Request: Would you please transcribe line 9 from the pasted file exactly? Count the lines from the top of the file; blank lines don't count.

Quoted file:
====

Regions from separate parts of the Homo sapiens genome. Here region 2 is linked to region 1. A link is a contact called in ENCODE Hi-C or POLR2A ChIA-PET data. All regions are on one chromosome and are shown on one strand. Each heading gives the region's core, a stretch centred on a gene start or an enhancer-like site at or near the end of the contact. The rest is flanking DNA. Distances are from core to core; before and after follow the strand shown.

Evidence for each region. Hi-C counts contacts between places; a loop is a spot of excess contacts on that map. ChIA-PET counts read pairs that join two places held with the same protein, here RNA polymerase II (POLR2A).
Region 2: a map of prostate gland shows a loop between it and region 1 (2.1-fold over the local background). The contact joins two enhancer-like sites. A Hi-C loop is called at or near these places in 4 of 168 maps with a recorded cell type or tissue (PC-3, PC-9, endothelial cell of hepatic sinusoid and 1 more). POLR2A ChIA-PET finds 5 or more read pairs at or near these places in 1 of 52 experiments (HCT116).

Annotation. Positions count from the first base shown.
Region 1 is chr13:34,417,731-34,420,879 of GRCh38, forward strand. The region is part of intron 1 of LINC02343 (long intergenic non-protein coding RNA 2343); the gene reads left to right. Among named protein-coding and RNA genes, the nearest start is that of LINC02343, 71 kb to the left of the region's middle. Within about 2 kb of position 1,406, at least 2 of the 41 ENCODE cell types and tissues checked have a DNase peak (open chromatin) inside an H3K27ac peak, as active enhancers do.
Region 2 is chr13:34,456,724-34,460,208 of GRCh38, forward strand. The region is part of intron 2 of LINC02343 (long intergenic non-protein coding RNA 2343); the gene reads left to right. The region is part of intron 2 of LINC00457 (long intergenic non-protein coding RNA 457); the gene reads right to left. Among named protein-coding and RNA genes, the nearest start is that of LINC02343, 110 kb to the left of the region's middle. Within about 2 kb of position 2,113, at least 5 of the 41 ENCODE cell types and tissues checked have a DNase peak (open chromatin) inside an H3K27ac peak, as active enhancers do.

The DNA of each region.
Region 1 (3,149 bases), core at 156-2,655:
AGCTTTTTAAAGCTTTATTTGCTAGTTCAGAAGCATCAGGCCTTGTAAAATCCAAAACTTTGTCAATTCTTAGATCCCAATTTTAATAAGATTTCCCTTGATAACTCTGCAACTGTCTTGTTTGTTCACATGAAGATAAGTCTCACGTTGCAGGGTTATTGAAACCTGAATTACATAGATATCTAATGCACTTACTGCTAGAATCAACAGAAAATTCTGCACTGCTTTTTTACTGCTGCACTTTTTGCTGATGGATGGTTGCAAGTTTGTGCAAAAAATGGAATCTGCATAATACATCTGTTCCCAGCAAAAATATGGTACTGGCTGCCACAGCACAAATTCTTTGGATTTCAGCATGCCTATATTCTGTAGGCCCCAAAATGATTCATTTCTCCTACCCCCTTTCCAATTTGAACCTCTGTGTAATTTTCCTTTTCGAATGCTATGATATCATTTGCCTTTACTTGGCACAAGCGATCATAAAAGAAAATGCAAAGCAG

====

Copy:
AGCTTTTTAAAGCTTTATTTGCTAGTTCAGAAGCATCAGGCCTTGTAAAATCCAAAACTTTGTCAATTCTTAGATCCCAATTTTAATAAGATTTCCCTTGATAACTCTGCAACTGTCTTGTTTGTTCACATGAAGATAAGTCTCACGTTGCAGGGTTATTGAAACCTGAATTACATAGATATCTAATGCACTTACTGCTAGAATCAACAGAAAATTCTGCACTGCTTTTTTACTGCTGCACTTTTTGCTGATGGATGGTTGCAAGTTTGTGCAAAAAATGGAATCTGCATAATACATCTGTTCCCAGCAAAAATATGGTACTGGCTGCCACAGCACAAATTCTTTGGATTTCAGCATGCCTATATTCTGTAGGCCCCAAAATGATTCATTTCTCCTACCCCCTTTCCAATTTGAACCTCTGTGTAATTTTCCTTTTCGAATGCTATGATATCATTTGCCTTTACTTGGCACAAGCGATCATAAAAGAAAATGCAAAGCAG